The treatment of suspected cardiogenic shock in BB and CCB poisoning follows similar therapeutic principles. HET and catecholamine infusions form the mainstay of therapy to improve inotropy and chronotropy in both instances [40]. Supportive management may include airway and ventilatory support, intravenous fluid administration, early implementation of HET and administration of inotropes. Transcutaneous or transvenous pacing may be tried in cases with profound bradycardia, but often is of limited benefit. The indications for initiation of HET in CCB and BB overdose are not well defined. This therapy is being advocated as first-line therapy for hypotension resulting from toxicity [52]. Severe cases potentially benefit from the use of cardiac ultrasound and invasive pressure monitoring to guide management.
In recent years, there has been growing evidence supporting use of IVLET to treat poisonings with some lipophilic substances including nonlocal anesthetics [53]. IVLET is thought to be particularly useful in the treatment of hemodynamically unstable patients due to overdoses with BB. IVLET has been administered with apparent effect in cases of hypotension or asystole unresponsive to other inotropes in propranolol, bisoprolol, carvedilol, nebivolol and atenolol poisoning [54].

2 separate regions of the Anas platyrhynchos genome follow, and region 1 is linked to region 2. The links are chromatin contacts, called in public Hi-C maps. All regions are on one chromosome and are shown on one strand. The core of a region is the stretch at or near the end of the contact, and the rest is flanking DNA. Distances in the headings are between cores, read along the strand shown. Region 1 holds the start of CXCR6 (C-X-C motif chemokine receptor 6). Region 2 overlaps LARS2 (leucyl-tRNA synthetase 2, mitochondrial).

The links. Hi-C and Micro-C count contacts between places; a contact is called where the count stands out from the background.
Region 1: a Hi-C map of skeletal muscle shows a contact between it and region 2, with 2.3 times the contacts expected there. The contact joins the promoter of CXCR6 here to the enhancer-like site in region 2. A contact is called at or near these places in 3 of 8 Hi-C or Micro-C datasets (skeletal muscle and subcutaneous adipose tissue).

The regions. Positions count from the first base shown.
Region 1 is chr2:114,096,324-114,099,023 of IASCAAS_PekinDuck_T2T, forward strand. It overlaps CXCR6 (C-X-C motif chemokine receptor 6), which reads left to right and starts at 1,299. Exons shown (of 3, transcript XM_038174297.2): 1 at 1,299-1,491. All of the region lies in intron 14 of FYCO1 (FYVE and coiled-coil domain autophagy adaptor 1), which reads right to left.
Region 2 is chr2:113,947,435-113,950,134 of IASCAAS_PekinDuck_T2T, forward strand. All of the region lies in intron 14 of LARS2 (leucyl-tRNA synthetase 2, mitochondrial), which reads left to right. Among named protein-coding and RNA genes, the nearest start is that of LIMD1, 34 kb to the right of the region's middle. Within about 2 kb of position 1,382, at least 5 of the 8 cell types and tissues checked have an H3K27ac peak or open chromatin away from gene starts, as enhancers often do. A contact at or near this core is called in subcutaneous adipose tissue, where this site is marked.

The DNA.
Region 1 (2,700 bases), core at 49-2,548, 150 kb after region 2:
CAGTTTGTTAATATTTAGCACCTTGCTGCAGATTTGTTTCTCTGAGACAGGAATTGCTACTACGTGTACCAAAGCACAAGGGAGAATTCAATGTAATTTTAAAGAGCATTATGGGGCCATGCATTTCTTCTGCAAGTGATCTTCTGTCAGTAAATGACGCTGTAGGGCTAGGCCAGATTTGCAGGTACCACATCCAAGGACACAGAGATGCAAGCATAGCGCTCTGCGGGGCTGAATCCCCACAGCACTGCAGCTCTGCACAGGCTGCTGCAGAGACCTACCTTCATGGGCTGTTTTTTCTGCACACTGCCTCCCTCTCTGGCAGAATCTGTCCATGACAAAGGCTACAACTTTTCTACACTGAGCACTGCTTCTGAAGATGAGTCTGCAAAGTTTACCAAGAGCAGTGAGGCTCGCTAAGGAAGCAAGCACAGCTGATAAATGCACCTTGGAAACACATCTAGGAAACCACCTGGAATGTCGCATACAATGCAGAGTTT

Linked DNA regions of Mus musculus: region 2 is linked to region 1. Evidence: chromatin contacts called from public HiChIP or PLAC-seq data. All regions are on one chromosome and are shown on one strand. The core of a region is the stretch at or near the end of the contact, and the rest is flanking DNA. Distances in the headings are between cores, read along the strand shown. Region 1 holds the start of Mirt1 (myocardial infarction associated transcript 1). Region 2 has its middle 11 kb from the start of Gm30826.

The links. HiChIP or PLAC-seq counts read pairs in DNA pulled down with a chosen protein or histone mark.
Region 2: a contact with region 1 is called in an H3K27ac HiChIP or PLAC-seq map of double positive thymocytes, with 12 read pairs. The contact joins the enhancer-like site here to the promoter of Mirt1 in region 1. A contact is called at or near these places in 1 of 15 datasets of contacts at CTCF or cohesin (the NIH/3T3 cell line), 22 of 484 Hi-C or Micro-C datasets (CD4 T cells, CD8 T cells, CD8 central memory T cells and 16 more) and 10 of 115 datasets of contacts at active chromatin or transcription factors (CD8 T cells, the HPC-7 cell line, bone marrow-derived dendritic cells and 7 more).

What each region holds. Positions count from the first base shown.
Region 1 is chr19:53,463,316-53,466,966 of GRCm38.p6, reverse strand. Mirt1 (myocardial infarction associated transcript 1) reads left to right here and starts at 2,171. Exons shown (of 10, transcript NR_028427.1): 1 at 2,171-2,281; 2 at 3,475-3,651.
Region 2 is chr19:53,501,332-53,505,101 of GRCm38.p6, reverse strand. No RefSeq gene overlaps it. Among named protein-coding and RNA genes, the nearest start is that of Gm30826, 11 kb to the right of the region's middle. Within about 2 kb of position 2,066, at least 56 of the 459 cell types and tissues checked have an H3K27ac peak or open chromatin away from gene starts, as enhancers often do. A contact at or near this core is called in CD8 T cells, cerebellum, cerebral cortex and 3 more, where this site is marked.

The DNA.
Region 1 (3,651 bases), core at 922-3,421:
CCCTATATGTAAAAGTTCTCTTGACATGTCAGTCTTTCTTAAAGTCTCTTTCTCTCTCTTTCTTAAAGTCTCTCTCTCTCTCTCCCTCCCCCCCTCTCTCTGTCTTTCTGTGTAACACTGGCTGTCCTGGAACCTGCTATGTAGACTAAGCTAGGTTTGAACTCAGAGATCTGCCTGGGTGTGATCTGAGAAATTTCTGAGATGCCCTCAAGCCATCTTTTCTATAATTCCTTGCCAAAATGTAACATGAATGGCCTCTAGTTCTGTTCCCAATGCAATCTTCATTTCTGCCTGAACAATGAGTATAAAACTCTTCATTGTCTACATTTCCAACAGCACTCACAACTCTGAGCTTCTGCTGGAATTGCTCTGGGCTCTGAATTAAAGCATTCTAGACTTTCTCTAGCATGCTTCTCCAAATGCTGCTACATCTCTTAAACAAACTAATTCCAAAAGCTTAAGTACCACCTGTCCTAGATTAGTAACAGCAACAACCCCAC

After “classical” therapies (IV fluids, atropine, high dose insulin and glucose, and vasopressors) have failed to restore hemodynamic stability, IVLET has been used successfully in documented cases of severe BB overdose [45,55,56]. In BB poisoning, IVLET has been administered with apparent effect in cases of hypotension or asystole unresponsive to other inotropes in propranolol, bisoprolol, carvedilol, nebivolol and atenolol poisoning [54].
Calcium channel blockers
CCBs directly inhibit voltage-gated L-type calcium channel opening and calcium influx into myocardial and vascular smooth muscle cells. Non-dihydropyridine CCB i.e., diltiazem and verapamil-generally depress contractility and conduction more markedly, compared with the dihydropyridine group of CCB (e.g., nifedipine, amlodipine).
CCB are also considered metabolic poisons. The heart is dependent on free fatty acids for energy. In CCB overdose, the heart becomes more dependent on carbohydrates for energy, and insulin release from the pancreas is blocked. As a result, the ability of the heart to use the preferred energy substrate efficiently is exacerbated [57-59]. This determines appearance of hyperglycemia and lactic acidosis and further depressing the myocardial contractility.
Verapamil and diltiazem are lipophilic, non-dihydropyridine CCBs that have particular cardioselectivity, and are more toxic than dihydropyridine antagonists (such as amlodipine and nifedipine). The majority of serious cases and deaths result from the ingestion of nondihydropyridine CCB i.e., verapamil and diltiazem.